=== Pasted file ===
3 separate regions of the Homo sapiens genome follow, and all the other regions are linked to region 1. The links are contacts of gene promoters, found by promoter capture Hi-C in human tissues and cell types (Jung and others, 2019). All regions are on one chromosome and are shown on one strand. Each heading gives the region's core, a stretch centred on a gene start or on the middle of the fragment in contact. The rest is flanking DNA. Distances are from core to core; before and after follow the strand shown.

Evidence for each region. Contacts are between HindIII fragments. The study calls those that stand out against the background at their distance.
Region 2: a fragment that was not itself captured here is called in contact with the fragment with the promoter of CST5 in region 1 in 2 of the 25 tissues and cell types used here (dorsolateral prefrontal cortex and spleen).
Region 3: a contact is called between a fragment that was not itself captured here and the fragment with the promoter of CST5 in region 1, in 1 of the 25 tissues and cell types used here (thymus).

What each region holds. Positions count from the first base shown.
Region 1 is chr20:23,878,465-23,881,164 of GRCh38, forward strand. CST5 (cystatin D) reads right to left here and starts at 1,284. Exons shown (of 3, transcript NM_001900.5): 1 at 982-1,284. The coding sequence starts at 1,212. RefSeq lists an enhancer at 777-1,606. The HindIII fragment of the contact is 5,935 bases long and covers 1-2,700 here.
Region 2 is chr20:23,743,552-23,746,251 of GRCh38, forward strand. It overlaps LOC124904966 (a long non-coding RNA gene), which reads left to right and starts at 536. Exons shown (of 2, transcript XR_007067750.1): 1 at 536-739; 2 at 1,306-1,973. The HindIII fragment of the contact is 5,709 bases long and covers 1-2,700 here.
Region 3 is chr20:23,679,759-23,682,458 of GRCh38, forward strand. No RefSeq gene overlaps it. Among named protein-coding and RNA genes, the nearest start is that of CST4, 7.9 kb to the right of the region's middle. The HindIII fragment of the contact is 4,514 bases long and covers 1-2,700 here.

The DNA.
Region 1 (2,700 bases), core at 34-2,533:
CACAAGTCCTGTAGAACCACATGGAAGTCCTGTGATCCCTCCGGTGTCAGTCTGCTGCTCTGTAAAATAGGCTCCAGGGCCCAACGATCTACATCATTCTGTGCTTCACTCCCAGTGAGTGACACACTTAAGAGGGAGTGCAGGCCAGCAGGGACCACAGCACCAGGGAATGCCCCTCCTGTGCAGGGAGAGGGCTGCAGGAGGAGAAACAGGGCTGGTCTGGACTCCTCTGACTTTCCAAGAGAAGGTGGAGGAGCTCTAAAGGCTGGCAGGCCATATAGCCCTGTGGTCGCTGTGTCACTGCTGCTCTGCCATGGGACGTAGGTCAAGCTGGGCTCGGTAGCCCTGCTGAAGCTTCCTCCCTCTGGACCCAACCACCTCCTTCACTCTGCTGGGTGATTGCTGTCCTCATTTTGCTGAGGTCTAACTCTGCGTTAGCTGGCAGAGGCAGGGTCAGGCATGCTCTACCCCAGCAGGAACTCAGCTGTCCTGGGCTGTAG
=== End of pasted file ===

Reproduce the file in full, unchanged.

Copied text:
3 separate regions of the Homo sapiens genome follow, and all the other regions are linked to region 1. The links are contacts of gene promoters, found by promoter capture Hi-C in human tissues and cell types (Jung and others, 2019). All regions are on one chromosome and are shown on one strand. Each heading gives the region's core, a stretch centred on a gene start or on the middle of the fragment in contact. The rest is flanking DNA. Distances are from core to core; before and after follow the strand shown.

Evidence for each region. Contacts are between HindIII fragments. The study calls those that stand out against the background at their distance.
Region 2: a fragment that was not itself captured here is called in contact with the fragment with the promoter of CST5 in region 1 in 2 of the 25 tissues and cell types used here (dorsolateral prefrontal cortex and spleen).
Region 3: a contact is called between a fragment that was not itself captured here and the fragment with the promoter of CST5 in region 1, in 1 of the 25 tissues and cell types used here (thymus).

What each region holds. Positions count from the first base shown.
Region 1 is chr20:23,878,465-23,881,164 of GRCh38, forward strand. CST5 (cystatin D) reads right to left here and starts at 1,284. Exons shown (of 3, transcript NM_001900.5): 1 at 982-1,284. The coding sequence starts at 1,212. RefSeq lists an enhancer at 777-1,606. The HindIII fragment of the contact is 5,935 bases long and covers 1-2,700 here.
Region 2 is chr20:23,743,552-23,746,251 of GRCh38, forward strand. It overlaps LOC124904966 (a long non-coding RNA gene), which reads left to right and starts at 536. Exons shown (of 2, transcript XR_007067750.1): 1 at 536-739; 2 at 1,306-1,973. The HindIII fragment of the contact is 5,709 bases long and covers 1-2,700 here.
Region 3 is chr20:23,679,759-23,682,458 of GRCh38, forward strand. No RefSeq gene overlaps it. Among named protein-coding and RNA genes, the nearest start is that of CST4, 7.9 kb to the right of the region's middle. The HindIII fragment of the contact is 4,514 bases long and covers 1-2,700 here.

The DNA.
Region 1 (2,700 bases), core at 34-2,533:
CACAAGTCCTGTAGAACCACATGGAAGTCCTGTGATCCCTCCGGTGTCAGTCTGCTGCTCTGTAAAATAGGCTCCAGGGCCCAACGATCTACATCATTCTGTGCTTCACTCCCAGTGAGTGACACACTTAAGAGGGAGTGCAGGCCAGCAGGGACCACAGCACCAGGGAATGCCCCTCCTGTGCAGGGAGAGGGCTGCAGGAGGAGAAACAGGGCTGGTCTGGACTCCTCTGACTTTCCAAGAGAAGGTGGAGGAGCTCTAAAGGCTGGCAGGCCATATAGCCCTGTGGTCGCTGTGTCACTGCTGCTCTGCCATGGGACGTAGGTCAAGCTGGGCTCGGTAGCCCTGCTGAAGCTTCCTCCCTCTGGACCCAACCACCTCCTTCACTCTGCTGGGTGATTGCTGTCCTCATTTTGCTGAGGTCTAACTCTGCGTTAGCTGGCAGAGGCAGGGTCAGGCATGCTCTACCCCAGCAGGAACTCAGCTGTCCTGGGCTGTAG